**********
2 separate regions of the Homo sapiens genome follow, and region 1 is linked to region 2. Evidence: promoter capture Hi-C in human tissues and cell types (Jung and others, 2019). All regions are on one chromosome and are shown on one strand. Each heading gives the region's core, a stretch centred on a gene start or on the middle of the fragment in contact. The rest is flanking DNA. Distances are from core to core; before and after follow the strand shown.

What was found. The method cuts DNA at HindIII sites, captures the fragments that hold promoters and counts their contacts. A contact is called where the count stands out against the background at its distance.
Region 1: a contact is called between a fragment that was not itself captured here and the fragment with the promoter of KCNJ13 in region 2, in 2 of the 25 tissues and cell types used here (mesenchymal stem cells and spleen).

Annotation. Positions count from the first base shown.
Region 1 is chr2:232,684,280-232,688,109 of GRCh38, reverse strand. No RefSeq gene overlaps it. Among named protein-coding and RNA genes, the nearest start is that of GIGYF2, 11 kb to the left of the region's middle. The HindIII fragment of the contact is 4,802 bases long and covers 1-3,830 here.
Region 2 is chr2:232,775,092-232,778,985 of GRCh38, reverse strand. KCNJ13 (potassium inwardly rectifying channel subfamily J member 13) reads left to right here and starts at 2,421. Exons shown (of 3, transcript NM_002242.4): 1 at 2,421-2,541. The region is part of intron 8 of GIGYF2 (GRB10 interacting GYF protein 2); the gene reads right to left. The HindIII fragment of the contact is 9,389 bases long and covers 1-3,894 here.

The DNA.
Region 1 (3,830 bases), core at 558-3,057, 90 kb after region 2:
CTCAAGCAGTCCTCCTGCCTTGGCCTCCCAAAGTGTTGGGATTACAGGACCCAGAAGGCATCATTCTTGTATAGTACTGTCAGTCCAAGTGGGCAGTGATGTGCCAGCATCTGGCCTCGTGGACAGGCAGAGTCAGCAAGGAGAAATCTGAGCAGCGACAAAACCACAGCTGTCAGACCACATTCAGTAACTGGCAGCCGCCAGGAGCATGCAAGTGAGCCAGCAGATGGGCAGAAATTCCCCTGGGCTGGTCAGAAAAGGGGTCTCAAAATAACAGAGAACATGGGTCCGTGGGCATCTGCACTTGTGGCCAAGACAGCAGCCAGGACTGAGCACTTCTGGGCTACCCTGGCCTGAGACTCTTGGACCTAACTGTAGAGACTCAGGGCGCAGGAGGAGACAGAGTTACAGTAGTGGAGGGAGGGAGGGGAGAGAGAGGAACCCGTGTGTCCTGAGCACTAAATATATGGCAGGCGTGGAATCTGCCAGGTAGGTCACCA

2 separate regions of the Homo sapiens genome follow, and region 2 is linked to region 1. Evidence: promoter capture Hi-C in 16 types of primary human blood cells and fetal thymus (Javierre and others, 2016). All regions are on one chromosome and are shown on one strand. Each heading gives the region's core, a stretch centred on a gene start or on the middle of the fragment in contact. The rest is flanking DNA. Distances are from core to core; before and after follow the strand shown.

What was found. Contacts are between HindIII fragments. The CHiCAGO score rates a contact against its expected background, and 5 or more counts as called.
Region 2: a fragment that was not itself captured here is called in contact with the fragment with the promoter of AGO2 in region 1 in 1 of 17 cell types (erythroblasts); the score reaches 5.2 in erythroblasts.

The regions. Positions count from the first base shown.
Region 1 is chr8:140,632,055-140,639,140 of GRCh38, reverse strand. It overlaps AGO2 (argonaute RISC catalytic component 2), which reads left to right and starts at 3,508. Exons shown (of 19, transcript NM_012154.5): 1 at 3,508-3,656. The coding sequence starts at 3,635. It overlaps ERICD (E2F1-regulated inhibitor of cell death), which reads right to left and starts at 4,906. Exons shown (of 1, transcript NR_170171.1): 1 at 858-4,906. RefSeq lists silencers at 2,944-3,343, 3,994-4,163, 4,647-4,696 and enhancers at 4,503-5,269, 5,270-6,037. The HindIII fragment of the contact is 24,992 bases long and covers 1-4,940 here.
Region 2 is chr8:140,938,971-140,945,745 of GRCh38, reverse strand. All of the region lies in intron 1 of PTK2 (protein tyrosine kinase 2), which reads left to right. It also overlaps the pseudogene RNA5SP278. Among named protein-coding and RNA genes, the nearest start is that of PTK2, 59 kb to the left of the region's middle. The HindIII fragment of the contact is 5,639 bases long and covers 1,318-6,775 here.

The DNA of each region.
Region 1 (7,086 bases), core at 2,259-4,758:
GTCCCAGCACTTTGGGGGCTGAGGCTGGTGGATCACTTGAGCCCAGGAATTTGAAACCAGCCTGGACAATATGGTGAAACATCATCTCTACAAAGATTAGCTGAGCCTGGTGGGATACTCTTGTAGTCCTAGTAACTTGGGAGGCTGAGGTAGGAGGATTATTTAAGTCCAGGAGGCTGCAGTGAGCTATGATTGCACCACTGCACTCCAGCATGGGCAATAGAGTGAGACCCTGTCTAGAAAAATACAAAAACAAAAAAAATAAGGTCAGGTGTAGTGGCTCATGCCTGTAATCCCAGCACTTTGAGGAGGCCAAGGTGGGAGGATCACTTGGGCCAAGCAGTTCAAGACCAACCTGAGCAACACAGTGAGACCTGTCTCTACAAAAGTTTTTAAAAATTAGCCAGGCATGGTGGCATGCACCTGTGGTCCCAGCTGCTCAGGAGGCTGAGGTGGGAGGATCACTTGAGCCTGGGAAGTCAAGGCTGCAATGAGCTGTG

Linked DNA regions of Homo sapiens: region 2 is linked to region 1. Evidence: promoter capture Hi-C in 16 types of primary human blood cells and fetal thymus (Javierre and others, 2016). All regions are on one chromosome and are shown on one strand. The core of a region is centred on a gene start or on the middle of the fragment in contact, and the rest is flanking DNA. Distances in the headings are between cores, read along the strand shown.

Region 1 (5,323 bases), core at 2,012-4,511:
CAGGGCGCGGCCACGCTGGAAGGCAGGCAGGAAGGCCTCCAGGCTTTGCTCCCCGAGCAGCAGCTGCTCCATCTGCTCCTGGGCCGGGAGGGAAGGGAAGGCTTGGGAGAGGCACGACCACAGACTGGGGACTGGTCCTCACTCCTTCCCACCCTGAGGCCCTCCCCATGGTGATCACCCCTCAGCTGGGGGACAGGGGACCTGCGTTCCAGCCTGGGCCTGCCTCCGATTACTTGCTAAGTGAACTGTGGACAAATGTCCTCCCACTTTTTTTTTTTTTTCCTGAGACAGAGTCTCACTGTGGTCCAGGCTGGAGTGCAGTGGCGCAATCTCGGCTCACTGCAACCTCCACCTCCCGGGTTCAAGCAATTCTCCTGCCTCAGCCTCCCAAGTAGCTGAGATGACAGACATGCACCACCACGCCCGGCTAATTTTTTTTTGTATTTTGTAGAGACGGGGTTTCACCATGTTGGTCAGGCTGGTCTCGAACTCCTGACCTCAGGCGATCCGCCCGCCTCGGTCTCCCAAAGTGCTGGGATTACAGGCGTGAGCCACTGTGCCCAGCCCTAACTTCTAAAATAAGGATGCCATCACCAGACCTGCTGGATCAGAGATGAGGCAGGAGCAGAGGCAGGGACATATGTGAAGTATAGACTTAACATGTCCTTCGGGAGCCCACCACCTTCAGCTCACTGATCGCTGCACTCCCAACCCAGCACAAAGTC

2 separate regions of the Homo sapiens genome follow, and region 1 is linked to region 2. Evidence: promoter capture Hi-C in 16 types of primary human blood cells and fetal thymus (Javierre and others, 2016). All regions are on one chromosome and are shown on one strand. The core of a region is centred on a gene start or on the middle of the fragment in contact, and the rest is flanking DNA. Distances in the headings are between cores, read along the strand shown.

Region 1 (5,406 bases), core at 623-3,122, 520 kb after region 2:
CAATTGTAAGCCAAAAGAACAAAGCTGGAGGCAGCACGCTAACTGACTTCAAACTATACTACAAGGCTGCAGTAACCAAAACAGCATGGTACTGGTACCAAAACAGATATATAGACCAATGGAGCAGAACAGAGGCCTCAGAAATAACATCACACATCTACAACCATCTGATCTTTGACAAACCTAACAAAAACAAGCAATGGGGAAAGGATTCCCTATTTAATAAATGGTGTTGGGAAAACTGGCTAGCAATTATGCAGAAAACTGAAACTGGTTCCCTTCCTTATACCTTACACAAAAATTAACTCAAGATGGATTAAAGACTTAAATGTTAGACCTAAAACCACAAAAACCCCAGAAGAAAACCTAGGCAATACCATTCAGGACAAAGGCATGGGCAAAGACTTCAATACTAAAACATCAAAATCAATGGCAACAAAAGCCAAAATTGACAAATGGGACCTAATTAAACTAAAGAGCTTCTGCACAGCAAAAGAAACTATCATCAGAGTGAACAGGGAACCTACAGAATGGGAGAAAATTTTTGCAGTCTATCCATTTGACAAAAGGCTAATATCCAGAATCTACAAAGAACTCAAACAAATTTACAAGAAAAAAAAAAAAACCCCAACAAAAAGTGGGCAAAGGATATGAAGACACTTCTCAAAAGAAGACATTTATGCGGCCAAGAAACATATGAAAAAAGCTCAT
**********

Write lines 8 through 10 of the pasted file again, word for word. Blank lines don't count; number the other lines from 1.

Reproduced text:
Region 1 (3,830 bases), core at 558-3,057, 90 kb after region 2:
CTCAAGCAGTCCTCCTGCCTTGGCCTCCCAAAGTGTTGGGATTACAGGACCCAGAAGGCATCATTCTTGTATAGTACTGTCAGTCCAAGTGGGCAGTGATGTGCCAGCATCTGGCCTCGTGGACAGGCAGAGTCAGCAAGGAGAAATCTGAGCAGCGACAAAACCACAGCTGTCAGACCACATTCAGTAACTGGCAGCCGCCAGGAGCATGCAAGTGAGCCAGCAGATGGGCAGAAATTCCCCTGGGCTGGTCAGAAAAGGGGTCTCAAAATAACAGAGAACATGGGTCCGTGGGCATCTGCACTTGTGGCCAAGACAGCAGCCAGGACTGAGCACTTCTGGGCTACCCTGGCCTGAGACTCTTGGACCTAACTGTAGAGACTCAGGGCGCAGGAGGAGACAGAGTTACAGTAGTGGAGGGAGGGAGGGGAGAGAGAGGAACCCGTGTGTCCTGAGCACTAAATATATGGCAGGCGTGGAATCTGCCAGGTAGGTCACCA

2 separate regions of the Homo sapiens genome follow, and region 2 is linked to region 1. Evidence: promoter capture Hi-C in 16 types of primary human blood cells and fetal thymus (Javierre and others, 2016). All regions are on one chromosome and are shown on one strand. Each heading gives the region's core, a stretch centred on a gene start or on the middle of the fragment in contact. The rest is flanking DNA. Distances are from core to core; before and after follow the strand shown.